When we began to understand this concept, we reached a big turning point in our financial lives. Once we stopped rationalizing our debt, we finally saw it all for what it was – a giant ball and chain holding us back from living the life of our dreams. Now that we’ve paid off everything but the house, we have so many more options. Instead of making those monthly car payments, we can save the money and use it for travel, retirement, or anything else we want or need. That freedom is something that debt will never allow you to feel.

Use 0% Offers When Possible

Using zero-percent offers may seem like a good idea. I mean, why not use somebody else’s money without paying interest? You get what you want and don’t have to pay extra for the privilege. Sounds like a win-win, right?

I used to fall into this trap all the time. I’d binge watch some HGTV and decide it was time to knock out a wall, upgrade the floors, and replace my kitchen countertops. So, I’d head over to Home Depot, plop it on my store card at 0% interest for a year, and head on my merry way.

Unfortunately, it was too easy. Because the purchase came without pain, I’d end up spending waaaay more than I planned. (Why not when there’s no interest for a year, right?) Worse, those monthly payments destroyed the power of my paycheck, limiting my options and making it harder to save. It took a while, but I finally found the best way to get a zero-percent interest rate: Pay cash. Saving up cash meant I could afford what I purchased, and I’d never have to worry about making payments again.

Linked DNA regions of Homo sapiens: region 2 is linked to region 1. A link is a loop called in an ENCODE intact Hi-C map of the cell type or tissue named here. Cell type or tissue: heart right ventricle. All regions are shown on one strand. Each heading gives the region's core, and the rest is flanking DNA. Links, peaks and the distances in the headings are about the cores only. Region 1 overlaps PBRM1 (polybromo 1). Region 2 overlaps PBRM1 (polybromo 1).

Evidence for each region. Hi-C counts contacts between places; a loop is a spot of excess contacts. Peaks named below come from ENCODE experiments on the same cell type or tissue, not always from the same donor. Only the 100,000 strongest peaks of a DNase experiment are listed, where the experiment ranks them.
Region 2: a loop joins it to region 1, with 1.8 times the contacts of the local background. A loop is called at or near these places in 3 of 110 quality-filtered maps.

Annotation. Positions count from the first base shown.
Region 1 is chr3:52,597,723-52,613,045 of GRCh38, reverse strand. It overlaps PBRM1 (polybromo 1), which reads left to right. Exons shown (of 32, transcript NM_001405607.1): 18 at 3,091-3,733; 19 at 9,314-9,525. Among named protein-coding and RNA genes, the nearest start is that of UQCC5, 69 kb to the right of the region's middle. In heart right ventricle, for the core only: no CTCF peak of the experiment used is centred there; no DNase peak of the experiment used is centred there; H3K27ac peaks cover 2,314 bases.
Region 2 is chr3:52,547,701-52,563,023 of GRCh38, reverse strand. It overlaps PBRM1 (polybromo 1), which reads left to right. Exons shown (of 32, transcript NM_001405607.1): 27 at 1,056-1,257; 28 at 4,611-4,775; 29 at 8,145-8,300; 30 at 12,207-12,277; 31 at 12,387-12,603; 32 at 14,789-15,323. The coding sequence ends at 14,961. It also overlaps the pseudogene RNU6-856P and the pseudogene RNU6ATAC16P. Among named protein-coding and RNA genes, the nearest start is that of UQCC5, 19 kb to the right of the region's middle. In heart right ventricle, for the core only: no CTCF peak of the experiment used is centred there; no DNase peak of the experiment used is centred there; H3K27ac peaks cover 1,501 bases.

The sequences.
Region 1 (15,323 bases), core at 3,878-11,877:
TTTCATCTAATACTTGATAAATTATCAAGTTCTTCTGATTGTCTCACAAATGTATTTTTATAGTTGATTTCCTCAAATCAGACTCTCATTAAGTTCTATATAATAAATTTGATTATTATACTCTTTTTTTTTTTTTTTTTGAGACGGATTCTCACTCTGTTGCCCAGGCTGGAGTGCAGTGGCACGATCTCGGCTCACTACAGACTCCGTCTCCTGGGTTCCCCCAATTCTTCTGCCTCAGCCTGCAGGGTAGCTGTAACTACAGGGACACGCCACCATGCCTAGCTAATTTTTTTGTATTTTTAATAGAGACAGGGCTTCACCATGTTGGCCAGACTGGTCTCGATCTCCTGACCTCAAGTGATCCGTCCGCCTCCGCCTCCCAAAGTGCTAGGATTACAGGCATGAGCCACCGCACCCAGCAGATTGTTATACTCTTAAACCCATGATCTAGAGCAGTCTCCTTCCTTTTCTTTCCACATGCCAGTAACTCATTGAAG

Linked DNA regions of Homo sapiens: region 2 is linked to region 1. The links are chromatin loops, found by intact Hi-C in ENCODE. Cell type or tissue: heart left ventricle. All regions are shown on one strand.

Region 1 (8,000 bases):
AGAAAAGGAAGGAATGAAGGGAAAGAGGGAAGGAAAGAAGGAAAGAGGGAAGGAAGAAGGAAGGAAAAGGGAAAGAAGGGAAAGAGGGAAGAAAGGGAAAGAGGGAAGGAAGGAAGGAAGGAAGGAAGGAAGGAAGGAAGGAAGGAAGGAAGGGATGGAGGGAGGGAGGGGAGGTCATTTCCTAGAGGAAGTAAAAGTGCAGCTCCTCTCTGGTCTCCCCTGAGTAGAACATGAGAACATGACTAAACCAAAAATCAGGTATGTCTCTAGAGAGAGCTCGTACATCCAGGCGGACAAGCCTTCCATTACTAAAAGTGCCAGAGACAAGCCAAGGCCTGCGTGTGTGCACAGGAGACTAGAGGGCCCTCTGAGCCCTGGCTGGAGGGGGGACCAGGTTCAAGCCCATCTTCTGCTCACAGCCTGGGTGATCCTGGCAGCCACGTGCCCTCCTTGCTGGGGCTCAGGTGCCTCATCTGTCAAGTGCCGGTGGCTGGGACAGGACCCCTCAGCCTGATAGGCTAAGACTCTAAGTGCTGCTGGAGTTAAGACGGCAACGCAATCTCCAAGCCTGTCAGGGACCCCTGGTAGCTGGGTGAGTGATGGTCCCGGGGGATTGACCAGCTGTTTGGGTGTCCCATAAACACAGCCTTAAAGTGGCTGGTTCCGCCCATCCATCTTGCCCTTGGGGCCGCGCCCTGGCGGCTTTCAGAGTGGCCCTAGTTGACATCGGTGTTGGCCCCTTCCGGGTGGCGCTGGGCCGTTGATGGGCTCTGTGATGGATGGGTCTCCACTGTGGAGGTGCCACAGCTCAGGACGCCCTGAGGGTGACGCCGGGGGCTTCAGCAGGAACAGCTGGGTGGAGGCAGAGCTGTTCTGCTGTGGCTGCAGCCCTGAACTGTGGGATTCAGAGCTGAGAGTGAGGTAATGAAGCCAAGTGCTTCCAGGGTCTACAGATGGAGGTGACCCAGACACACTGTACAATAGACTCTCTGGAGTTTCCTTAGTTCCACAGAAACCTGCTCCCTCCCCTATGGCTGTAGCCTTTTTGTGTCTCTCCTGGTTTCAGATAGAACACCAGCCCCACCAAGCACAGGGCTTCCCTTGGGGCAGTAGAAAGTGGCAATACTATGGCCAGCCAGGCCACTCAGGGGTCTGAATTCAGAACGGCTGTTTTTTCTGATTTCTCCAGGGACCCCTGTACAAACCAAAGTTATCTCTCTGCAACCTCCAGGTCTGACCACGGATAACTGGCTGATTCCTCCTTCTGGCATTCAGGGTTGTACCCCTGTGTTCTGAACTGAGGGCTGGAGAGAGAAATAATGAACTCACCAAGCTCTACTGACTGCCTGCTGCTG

The 50/20/30 Budget

The 50/20/30 budget is a budgeting method that’s become very popular around the internet. It’s based on the idea that you use 50% of your take home pay on needs, 30% on wants, and 20% for savings and debt repayment. Sounds pretty logical, right?

Well, I don’t do trendy very well. Just ask Greg. My wardrobe consists of paint-stained yoga pants and holey t-shirts I bought for a quarter in my neighbors garage. So, if you want me to get on board, it better have more substance than just putting a flag over my profile picture.

Although I believe the best budget is the one you use, this one leaves a lot of room for error. There’s no specificity, which means its hard to find holes in your spending.

Besides, do you really need 30% of your income reserved for wants and only 20% for savings? I prefer to bump that savings percentage quite a bit higher. And if you’re willing to actually do the math for a 50/20/30 budget, why not use a zero-sum budget instead? This app makes budgeting AND tracking your spending automatic and easy.

Some Money Rules are Meant To Be Broken

If you don’t agree with my take on these money rules, it’s perfectly okay. I’ll just be over here avoiding debt, making the most of what I earn, and living my best life now while saving for the future. #sorrynotsorry

But if you want to get ahead, you might want to dig a little deeper. Don’t blindly follow everything you’re told. Do some research and decide what’s actually best for you. Then, act on it. A little bit of knowledge can help you cut through the hype and find the type of life you really want.

What do you think? Have I missed the mark? Are there any money rules you won’t follow? Let me know in the comments!